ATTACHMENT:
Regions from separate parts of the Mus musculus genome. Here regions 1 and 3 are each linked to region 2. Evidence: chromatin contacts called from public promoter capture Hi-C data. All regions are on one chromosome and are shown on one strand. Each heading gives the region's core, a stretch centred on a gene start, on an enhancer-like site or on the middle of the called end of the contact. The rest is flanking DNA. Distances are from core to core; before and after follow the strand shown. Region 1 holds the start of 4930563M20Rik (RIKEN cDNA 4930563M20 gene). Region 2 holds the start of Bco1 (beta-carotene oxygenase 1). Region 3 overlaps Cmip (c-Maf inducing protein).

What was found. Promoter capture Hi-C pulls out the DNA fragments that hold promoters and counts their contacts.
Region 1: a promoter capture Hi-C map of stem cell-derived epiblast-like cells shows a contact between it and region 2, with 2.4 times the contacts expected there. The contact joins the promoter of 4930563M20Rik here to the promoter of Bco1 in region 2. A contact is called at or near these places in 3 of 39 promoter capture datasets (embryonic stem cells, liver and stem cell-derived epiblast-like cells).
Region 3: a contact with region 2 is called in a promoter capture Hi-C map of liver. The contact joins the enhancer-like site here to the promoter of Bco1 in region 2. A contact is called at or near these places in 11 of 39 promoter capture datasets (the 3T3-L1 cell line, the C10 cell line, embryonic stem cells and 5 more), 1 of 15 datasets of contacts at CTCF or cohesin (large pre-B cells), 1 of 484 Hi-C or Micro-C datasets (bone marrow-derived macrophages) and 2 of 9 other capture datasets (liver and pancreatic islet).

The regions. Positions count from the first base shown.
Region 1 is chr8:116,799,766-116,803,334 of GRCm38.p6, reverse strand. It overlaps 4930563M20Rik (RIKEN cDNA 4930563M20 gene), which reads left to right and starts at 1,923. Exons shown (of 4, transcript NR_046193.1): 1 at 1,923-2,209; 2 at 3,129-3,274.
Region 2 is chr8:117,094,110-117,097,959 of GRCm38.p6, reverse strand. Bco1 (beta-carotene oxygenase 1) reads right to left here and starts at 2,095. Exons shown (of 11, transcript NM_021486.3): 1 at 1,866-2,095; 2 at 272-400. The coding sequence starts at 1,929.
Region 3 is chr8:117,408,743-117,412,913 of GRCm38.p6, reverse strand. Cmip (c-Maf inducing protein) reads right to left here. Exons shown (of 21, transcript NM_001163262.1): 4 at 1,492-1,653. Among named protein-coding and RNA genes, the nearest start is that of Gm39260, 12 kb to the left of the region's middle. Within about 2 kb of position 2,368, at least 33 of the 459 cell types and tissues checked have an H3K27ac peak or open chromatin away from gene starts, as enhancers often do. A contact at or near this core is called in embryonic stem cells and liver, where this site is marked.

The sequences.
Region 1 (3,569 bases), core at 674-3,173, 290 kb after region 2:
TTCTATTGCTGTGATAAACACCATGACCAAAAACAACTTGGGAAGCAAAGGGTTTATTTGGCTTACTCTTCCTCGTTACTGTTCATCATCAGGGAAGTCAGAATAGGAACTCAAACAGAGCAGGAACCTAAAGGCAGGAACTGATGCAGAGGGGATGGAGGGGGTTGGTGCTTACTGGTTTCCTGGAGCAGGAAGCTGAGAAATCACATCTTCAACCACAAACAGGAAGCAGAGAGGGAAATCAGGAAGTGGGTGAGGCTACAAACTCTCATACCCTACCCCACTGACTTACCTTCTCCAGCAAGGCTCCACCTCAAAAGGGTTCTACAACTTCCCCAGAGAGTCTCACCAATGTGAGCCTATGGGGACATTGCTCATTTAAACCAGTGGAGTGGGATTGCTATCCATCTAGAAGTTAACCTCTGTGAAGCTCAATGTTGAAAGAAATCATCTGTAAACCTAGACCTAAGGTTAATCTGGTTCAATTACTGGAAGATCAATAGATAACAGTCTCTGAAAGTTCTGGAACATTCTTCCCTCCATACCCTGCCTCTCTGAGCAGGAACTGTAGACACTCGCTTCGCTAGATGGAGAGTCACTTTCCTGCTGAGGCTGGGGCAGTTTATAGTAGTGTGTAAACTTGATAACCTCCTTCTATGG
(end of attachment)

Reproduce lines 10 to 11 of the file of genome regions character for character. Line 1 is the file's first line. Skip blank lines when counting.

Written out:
Region 1 (3,569 bases), core at 674-3,173, 290 kb after region 2:
TTCTATTGCTGTGATAAACACCATGACCAAAAACAACTTGGGAAGCAAAGGGTTTATTTGGCTTACTCTTCCTCGTTACTGTTCATCATCAGGGAAGTCAGAATAGGAACTCAAACAGAGCAGGAACCTAAAGGCAGGAACTGATGCAGAGGGGATGGAGGGGGTTGGTGCTTACTGGTTTCCTGGAGCAGGAAGCTGAGAAATCACATCTTCAACCACAAACAGGAAGCAGAGAGGGAAATCAGGAAGTGGGTGAGGCTACAAACTCTCATACCCTACCCCACTGACTTACCTTCTCCAGCAAGGCTCCACCTCAAAAGGGTTCTACAACTTCCCCAGAGAGTCTCACCAATGTGAGCCTATGGGGACATTGCTCATTTAAACCAGTGGAGTGGGATTGCTATCCATCTAGAAGTTAACCTCTGTGAAGCTCAATGTTGAAAGAAATCATCTGTAAACCTAGACCTAAGGTTAATCTGGTTCAATTACTGGAAGATCAATAGATAACAGTCTCTGAAAGTTCTGGAACATTCTTCCCTCCATACCCTGCCTCTCTGAGCAGGAACTGTAGACACTCGCTTCGCTAGATGGAGAGTCACTTTCCTGCTGAGGCTGGGGCAGTTTATAGTAGTGTGTAAACTTGATAACCTCCTTCTATGG